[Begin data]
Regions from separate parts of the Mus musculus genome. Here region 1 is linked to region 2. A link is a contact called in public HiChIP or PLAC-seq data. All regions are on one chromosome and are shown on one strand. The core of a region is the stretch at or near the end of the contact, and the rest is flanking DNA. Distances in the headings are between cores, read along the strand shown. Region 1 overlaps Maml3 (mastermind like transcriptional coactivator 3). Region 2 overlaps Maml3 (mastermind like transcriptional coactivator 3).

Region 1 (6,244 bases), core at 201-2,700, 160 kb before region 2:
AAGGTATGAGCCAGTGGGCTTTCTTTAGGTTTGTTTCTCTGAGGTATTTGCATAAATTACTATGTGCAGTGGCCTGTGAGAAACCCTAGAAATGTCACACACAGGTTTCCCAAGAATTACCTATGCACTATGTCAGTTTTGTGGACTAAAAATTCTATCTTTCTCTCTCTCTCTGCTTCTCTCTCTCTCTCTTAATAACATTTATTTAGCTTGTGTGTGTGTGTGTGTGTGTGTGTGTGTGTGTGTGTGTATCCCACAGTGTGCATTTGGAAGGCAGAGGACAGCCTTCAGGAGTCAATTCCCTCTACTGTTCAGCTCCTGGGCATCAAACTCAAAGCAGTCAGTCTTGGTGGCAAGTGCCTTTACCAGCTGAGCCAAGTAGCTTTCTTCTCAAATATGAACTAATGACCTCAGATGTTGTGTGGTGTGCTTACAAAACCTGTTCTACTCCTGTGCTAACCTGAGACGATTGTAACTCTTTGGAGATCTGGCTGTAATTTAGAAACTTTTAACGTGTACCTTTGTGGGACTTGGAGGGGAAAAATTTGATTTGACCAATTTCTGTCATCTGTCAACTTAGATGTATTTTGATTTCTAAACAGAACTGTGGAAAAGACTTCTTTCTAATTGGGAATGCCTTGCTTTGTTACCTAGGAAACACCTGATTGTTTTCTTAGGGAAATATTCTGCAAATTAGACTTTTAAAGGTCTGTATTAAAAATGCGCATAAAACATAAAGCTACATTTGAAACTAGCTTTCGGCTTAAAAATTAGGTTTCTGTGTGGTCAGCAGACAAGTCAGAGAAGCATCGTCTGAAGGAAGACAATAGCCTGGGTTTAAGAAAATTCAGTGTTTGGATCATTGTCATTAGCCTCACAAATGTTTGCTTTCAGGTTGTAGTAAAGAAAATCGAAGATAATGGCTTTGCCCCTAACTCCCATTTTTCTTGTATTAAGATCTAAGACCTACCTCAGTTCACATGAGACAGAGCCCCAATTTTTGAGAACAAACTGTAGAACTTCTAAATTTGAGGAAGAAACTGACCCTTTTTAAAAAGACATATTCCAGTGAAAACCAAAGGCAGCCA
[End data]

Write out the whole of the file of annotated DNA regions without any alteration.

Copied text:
Regions from separate parts of the Mus musculus genome. Here region 1 is linked to region 2. A link is a contact called in public HiChIP or PLAC-seq data. All regions are on one chromosome and are shown on one strand. The core of a region is the stretch at or near the end of the contact, and the rest is flanking DNA. Distances in the headings are between cores, read along the strand shown. Region 1 overlaps Maml3 (mastermind like transcriptional coactivator 3). Region 2 overlaps Maml3 (mastermind like transcriptional coactivator 3).

Region 1 (6,244 bases), core at 201-2,700, 160 kb before region 2:
AAGGTATGAGCCAGTGGGCTTTCTTTAGGTTTGTTTCTCTGAGGTATTTGCATAAATTACTATGTGCAGTGGCCTGTGAGAAACCCTAGAAATGTCACACACAGGTTTCCCAAGAATTACCTATGCACTATGTCAGTTTTGTGGACTAAAAATTCTATCTTTCTCTCTCTCTCTGCTTCTCTCTCTCTCTCTTAATAACATTTATTTAGCTTGTGTGTGTGTGTGTGTGTGTGTGTGTGTGTGTGTGTGTATCCCACAGTGTGCATTTGGAAGGCAGAGGACAGCCTTCAGGAGTCAATTCCCTCTACTGTTCAGCTCCTGGGCATCAAACTCAAAGCAGTCAGTCTTGGTGGCAAGTGCCTTTACCAGCTGAGCCAAGTAGCTTTCTTCTCAAATATGAACTAATGACCTCAGATGTTGTGTGGTGTGCTTACAAAACCTGTTCTACTCCTGTGCTAACCTGAGACGATTGTAACTCTTTGGAGATCTGGCTGTAATTTAGAAACTTTTAACGTGTACCTTTGTGGGACTTGGAGGGGAAAAATTTGATTTGACCAATTTCTGTCATCTGTCAACTTAGATGTATTTTGATTTCTAAACAGAACTGTGGAAAAGACTTCTTTCTAATTGGGAATGCCTTGCTTTGTTACCTAGGAAACACCTGATTGTTTTCTTAGGGAAATATTCTGCAAATTAGACTTTTAAAGGTCTGTATTAAAAATGCGCATAAAACATAAAGCTACATTTGAAACTAGCTTTCGGCTTAAAAATTAGGTTTCTGTGTGGTCAGCAGACAAGTCAGAGAAGCATCGTCTGAAGGAAGACAATAGCCTGGGTTTAAGAAAATTCAGTGTTTGGATCATTGTCATTAGCCTCACAAATGTTTGCTTTCAGGTTGTAGTAAAGAAAATCGAAGATAATGGCTTTGCCCCTAACTCCCATTTTTCTTGTATTAAGATCTAAGACCTACCTCAGTTCACATGAGACAGAGCCCCAATTTTTGAGAACAAACTGTAGAACTTCTAAATTTGAGGAAGAAACTGACCCTTTTTAAAAAGACATATTCCAGTGAAAACCAAAGGCAGCCA